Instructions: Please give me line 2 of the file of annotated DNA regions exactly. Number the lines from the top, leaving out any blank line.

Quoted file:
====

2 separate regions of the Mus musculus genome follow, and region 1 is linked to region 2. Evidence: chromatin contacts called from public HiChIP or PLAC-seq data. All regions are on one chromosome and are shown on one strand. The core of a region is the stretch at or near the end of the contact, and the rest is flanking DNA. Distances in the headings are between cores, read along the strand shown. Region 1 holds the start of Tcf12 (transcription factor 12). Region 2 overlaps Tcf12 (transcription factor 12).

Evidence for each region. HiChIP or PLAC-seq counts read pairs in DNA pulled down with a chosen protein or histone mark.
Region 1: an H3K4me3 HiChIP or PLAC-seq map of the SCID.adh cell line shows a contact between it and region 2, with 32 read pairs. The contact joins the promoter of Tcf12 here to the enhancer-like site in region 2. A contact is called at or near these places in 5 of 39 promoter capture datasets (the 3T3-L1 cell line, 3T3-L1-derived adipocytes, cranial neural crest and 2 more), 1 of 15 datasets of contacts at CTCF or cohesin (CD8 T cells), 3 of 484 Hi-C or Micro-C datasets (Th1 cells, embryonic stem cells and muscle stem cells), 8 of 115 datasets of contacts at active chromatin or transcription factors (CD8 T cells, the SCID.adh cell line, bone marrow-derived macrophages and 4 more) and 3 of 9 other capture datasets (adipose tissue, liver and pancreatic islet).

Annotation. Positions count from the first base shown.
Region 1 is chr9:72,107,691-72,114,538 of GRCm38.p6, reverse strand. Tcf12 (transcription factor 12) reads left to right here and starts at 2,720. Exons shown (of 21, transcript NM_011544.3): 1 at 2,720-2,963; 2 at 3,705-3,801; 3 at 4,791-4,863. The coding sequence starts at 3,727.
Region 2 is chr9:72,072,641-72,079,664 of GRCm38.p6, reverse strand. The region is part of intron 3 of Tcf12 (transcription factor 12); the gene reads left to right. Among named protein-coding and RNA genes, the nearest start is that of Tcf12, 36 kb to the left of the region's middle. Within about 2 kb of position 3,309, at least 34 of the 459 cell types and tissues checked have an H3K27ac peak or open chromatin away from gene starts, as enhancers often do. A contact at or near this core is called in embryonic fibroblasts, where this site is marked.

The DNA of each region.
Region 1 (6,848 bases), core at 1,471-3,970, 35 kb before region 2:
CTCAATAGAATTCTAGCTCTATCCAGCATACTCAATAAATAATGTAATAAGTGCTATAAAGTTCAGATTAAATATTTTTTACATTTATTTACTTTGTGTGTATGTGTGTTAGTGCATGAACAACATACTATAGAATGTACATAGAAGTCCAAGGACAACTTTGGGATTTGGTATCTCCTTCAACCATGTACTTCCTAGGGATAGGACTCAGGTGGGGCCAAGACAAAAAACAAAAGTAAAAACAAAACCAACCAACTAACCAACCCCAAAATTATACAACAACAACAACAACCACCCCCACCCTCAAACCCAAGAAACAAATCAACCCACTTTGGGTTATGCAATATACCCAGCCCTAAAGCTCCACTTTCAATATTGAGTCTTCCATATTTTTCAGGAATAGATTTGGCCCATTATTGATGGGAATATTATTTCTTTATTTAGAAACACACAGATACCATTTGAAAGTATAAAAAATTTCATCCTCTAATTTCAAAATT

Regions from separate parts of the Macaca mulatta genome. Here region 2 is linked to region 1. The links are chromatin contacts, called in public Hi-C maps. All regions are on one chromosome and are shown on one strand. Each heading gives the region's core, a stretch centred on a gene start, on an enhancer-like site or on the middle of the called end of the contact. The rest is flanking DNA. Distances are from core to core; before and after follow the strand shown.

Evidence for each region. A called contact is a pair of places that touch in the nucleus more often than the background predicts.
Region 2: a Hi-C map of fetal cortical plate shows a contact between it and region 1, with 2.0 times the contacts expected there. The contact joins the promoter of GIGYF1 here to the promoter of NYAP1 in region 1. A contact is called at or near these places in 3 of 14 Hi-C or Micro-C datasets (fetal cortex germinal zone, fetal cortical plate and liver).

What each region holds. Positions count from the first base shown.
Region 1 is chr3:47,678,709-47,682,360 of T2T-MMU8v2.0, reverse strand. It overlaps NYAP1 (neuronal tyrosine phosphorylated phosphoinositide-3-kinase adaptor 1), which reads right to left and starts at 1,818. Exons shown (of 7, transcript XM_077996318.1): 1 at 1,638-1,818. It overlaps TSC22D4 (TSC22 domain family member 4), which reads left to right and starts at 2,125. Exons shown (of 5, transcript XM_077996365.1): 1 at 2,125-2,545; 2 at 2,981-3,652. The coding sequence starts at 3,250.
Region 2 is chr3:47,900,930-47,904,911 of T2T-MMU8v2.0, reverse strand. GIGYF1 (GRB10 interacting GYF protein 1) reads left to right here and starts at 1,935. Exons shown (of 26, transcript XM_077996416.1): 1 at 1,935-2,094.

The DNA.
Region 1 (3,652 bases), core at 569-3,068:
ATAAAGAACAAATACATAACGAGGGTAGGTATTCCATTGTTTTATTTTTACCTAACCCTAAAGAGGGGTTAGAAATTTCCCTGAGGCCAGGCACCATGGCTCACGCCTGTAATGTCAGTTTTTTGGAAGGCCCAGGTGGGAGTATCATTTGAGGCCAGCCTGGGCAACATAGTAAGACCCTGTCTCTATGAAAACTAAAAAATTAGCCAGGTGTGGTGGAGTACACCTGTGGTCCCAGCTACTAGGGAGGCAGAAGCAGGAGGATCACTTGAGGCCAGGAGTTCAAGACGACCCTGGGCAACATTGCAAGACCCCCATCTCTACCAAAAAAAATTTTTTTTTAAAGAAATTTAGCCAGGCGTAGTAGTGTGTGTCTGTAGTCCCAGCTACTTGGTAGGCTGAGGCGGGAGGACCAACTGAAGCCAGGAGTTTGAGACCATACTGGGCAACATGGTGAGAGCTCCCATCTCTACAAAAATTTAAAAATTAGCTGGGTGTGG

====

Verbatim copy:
Evidence for each region. HiChIP or PLAC-seq counts read pairs in DNA pulled down with a chosen protein or histone mark.